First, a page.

Today video contents market requires to deal with both low and high dynamic range data. Even more challenging is the fact that the high dynamic range contents comes from many different origin and specifications.
SIM2 engineer managed to take in to account the unavoidable complexity providing the users with unrivalled flexibility with very little tradeoff in terms of ease of use.
Expansion of standard dynamic source to high dynamic range image: inverse tone mapping processing
Most of us have experience of Tone mapping, a well known technique used in image processing to simulate the appearance of High Dynamic Range images when reproduced in media with a more limited dynamic range. Print-outs, CRT or LCD monitors, and projectors all have a limited dynamic range which is inadequate to reproduce the full range of light intensities present in natural scenes. Essentially, tone mapping addresses the problem of strong contrast reduction from the scene values (radiance) to the displayable range while preserving the image details and color appearance important to appreciate the original scene content. TMOs compress the luminance range while trying to maintain contrast.
Sim2 HDR47 series display allows for the first time to display HDR images without the need to apply any Tone Mapping.
The inverse function of tone mapping is called (no surprise) inverse tone mapping.
It expands a Low Dynamic Range content into an HDR content.
Given that the majority of today's media is stored in low dynamic range even when its origin featured a wider range, Inverse Tone Mapping Operators could thus potentially “revive” all of this content.
SIM2 HDR47E series display, used in Normal mode, leverages the powerful internal FPGA board to apply an inverse tone mapping operator to the input contents on the fly. The result is a better and more realistic image on the screen.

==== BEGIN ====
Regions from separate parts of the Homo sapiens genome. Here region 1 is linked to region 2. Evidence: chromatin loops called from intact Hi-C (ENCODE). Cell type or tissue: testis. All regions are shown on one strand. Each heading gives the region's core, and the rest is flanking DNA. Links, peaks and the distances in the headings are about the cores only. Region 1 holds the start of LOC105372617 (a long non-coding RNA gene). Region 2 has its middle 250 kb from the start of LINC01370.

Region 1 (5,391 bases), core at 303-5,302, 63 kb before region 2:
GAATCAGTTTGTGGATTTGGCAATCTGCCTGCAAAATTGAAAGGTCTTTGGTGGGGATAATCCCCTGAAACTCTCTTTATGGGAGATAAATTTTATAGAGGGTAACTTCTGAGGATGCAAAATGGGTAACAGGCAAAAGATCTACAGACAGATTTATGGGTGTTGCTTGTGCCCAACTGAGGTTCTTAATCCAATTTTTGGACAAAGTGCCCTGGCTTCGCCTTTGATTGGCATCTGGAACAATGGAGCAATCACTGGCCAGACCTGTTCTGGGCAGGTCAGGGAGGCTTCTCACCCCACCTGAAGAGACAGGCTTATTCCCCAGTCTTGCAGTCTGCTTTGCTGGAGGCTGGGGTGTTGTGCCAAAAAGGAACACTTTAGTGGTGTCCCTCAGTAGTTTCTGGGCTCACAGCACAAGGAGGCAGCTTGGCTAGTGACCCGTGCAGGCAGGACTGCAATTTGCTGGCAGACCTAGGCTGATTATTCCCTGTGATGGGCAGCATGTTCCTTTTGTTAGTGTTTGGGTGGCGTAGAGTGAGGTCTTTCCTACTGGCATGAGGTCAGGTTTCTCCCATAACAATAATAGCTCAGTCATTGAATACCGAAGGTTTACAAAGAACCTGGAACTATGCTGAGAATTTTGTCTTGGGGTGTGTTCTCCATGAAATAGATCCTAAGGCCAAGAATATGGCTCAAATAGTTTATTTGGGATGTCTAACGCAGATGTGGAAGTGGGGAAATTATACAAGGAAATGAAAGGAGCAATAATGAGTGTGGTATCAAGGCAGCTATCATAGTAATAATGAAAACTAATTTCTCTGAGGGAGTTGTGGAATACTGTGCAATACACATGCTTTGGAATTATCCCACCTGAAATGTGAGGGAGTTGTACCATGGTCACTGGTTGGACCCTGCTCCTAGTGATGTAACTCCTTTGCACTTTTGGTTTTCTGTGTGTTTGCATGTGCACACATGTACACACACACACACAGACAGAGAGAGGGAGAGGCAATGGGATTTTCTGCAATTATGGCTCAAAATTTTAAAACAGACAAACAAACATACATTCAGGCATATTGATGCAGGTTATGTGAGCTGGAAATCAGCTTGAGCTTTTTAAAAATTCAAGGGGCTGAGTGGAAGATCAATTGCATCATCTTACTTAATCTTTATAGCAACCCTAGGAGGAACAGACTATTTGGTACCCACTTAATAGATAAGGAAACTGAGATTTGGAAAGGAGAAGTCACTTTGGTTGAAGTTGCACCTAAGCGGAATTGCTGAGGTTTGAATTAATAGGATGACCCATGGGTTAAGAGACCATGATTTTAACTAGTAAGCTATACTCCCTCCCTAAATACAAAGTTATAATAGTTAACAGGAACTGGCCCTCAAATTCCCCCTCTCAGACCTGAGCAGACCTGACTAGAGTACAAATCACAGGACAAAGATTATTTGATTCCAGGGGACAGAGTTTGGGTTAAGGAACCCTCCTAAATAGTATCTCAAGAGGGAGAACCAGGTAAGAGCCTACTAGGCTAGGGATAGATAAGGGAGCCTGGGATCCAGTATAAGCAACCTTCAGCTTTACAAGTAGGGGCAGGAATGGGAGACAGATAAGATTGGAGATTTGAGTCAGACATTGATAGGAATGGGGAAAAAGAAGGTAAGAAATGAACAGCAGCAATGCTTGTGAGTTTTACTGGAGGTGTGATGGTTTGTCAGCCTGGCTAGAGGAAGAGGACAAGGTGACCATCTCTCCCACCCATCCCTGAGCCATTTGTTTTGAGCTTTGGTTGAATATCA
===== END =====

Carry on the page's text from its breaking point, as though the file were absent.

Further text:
Integration of backlight and LCD panel for the creation of the final image
The final image is the result of the integration of two components: back lightning and panel.
Defining the precise behaviour of the two streams requires custom refined algorithms.
A simplified functional block diagram helps understanding the main modules, interactions and data streams leading to the final result.
The system as a whole takes into account different entry points according to the kind of source data. True HDR data skip the first processing modules devoted to inverse tome mapping operations.
LEDs segment calculator module and Back light unit field simulator processing module take into account several input feeds in order to compute which should be the final hardware activation. The processing process takes into account some additional side-loaded parameters, the most important are a gain control and the application of calibration modifiers, which are specific to the monitor and to the user implementation.
A simpler block diagram focus on functional description of monitor data flow.
The monitor data internal representation always features 30 bit depth per colour, which is later processed into 8 bit per color to the LCD panel and 12 bit LEDs activation level.